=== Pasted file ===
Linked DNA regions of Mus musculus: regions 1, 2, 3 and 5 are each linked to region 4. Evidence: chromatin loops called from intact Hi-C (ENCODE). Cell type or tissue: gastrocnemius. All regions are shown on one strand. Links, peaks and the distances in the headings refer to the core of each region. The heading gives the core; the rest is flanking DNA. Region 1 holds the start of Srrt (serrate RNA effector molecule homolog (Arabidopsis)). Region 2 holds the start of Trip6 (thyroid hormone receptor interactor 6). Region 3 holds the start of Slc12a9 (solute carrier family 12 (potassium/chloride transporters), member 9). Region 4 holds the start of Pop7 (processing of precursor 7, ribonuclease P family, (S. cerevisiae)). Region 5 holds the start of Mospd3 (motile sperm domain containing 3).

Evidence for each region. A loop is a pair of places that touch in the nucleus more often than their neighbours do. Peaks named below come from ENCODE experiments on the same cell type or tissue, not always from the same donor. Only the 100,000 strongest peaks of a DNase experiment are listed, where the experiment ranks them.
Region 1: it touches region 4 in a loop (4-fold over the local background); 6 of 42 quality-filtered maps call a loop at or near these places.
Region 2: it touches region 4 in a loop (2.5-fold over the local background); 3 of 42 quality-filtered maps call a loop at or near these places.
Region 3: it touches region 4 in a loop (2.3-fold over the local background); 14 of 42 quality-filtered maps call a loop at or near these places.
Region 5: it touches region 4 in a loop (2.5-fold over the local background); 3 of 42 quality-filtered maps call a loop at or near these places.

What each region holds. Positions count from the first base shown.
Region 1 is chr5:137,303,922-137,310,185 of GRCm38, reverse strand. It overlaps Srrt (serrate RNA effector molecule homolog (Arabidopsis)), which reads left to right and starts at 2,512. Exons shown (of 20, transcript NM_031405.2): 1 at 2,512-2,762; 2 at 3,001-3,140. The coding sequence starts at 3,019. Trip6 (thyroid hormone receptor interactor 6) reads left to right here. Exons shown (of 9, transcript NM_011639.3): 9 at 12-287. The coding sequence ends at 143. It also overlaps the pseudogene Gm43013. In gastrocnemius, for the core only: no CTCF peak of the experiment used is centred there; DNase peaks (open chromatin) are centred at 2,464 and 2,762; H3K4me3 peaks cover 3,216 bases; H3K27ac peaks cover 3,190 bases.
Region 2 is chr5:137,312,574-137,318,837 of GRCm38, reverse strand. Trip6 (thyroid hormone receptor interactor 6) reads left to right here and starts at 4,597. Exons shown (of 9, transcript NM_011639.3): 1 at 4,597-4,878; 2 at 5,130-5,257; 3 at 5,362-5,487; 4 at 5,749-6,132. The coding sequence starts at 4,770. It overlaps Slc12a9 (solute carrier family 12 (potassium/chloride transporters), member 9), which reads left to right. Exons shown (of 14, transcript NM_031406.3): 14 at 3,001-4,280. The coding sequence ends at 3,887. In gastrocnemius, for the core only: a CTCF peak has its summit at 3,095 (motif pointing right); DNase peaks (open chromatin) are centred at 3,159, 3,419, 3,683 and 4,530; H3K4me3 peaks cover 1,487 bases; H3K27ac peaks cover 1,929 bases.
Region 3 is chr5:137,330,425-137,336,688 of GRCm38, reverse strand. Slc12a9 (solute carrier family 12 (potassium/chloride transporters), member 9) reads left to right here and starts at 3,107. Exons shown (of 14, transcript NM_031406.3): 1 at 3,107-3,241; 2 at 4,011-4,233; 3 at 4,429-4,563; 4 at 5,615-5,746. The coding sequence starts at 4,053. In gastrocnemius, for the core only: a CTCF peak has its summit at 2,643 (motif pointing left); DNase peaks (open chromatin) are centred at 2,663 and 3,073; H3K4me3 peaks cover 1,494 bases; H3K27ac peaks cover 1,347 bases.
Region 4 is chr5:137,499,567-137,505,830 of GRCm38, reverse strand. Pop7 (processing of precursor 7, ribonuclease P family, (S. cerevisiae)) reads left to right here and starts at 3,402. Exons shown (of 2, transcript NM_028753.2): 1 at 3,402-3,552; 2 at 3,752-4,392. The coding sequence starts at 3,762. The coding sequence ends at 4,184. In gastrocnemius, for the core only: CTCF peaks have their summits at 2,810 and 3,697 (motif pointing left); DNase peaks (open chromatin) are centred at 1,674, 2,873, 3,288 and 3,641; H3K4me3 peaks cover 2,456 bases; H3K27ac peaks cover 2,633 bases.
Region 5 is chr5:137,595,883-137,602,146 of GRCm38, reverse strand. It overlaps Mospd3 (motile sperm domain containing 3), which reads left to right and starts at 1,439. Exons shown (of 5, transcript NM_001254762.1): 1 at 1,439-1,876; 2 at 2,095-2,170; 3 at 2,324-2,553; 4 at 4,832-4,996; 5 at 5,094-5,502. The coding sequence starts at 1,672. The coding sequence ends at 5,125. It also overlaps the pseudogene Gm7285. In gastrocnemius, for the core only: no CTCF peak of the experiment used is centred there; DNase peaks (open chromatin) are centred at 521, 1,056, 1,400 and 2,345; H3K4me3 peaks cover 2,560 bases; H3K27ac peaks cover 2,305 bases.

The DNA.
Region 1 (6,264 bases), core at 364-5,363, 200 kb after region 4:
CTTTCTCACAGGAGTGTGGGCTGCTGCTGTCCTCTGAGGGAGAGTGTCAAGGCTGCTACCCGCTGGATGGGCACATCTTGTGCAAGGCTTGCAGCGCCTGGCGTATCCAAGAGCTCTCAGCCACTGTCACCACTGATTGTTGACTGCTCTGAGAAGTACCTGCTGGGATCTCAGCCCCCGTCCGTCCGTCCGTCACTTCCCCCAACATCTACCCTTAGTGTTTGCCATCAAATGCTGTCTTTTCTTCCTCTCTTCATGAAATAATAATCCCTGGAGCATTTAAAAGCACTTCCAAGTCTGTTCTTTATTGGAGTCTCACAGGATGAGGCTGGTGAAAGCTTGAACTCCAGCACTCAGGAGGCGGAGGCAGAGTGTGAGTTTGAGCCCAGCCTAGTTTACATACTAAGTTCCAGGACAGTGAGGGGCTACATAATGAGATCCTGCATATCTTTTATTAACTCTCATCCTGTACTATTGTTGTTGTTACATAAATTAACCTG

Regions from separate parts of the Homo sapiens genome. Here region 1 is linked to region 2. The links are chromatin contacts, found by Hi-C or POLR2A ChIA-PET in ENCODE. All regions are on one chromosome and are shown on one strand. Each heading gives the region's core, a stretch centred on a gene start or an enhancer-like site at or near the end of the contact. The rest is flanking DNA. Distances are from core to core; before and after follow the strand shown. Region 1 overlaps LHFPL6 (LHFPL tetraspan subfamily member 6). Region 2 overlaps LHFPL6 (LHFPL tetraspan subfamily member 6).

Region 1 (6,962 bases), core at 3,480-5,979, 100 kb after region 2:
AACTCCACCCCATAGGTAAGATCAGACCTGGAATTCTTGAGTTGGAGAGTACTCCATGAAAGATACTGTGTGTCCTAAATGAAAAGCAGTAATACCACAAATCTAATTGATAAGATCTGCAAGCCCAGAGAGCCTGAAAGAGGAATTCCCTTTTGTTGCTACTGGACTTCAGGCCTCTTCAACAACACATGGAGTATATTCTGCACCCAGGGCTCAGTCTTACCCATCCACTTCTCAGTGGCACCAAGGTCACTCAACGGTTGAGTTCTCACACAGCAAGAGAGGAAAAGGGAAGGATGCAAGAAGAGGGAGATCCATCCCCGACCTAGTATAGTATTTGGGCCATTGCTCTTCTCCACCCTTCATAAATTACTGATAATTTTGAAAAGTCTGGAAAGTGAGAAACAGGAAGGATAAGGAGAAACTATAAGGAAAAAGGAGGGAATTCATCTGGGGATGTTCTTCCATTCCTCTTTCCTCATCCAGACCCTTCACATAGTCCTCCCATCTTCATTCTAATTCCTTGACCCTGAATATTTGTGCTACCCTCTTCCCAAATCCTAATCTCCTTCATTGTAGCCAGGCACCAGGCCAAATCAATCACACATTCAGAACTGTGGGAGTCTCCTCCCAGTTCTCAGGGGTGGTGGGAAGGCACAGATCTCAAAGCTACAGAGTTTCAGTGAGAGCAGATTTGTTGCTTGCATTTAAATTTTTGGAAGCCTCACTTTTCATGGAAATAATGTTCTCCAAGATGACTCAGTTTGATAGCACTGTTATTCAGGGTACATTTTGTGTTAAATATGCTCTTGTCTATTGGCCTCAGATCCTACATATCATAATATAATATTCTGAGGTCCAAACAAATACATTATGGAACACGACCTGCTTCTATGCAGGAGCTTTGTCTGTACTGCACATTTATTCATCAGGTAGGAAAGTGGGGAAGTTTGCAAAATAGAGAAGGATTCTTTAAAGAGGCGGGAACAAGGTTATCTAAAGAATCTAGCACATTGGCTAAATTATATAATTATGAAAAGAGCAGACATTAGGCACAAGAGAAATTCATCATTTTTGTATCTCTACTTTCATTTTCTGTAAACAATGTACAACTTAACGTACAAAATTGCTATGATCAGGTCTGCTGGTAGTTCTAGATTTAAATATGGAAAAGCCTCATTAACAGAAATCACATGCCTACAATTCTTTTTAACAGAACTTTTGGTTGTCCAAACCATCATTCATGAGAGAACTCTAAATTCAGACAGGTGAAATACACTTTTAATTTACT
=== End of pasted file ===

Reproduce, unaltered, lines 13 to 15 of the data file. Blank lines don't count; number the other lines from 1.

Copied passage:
The DNA.
Region 1 (6,264 bases), core at 364-5,363, 200 kb after region 4:
CTTTCTCACAGGAGTGTGGGCTGCTGCTGTCCTCTGAGGGAGAGTGTCAAGGCTGCTACCCGCTGGATGGGCACATCTTGTGCAAGGCTTGCAGCGCCTGGCGTATCCAAGAGCTCTCAGCCACTGTCACCACTGATTGTTGACTGCTCTGAGAAGTACCTGCTGGGATCTCAGCCCCCGTCCGTCCGTCCGTCACTTCCCCCAACATCTACCCTTAGTGTTTGCCATCAAATGCTGTCTTTTCTTCCTCTCTTCATGAAATAATAATCCCTGGAGCATTTAAAAGCACTTCCAAGTCTGTTCTTTATTGGAGTCTCACAGGATGAGGCTGGTGAAAGCTTGAACTCCAGCACTCAGGAGGCGGAGGCAGAGTGTGAGTTTGAGCCCAGCCTAGTTTACATACTAAGTTCCAGGACAGTGAGGGGCTACATAATGAGATCCTGCATATCTTTTATTAACTCTCATCCTGTACTATTGTTGTTGTTACATAAATTAACCTG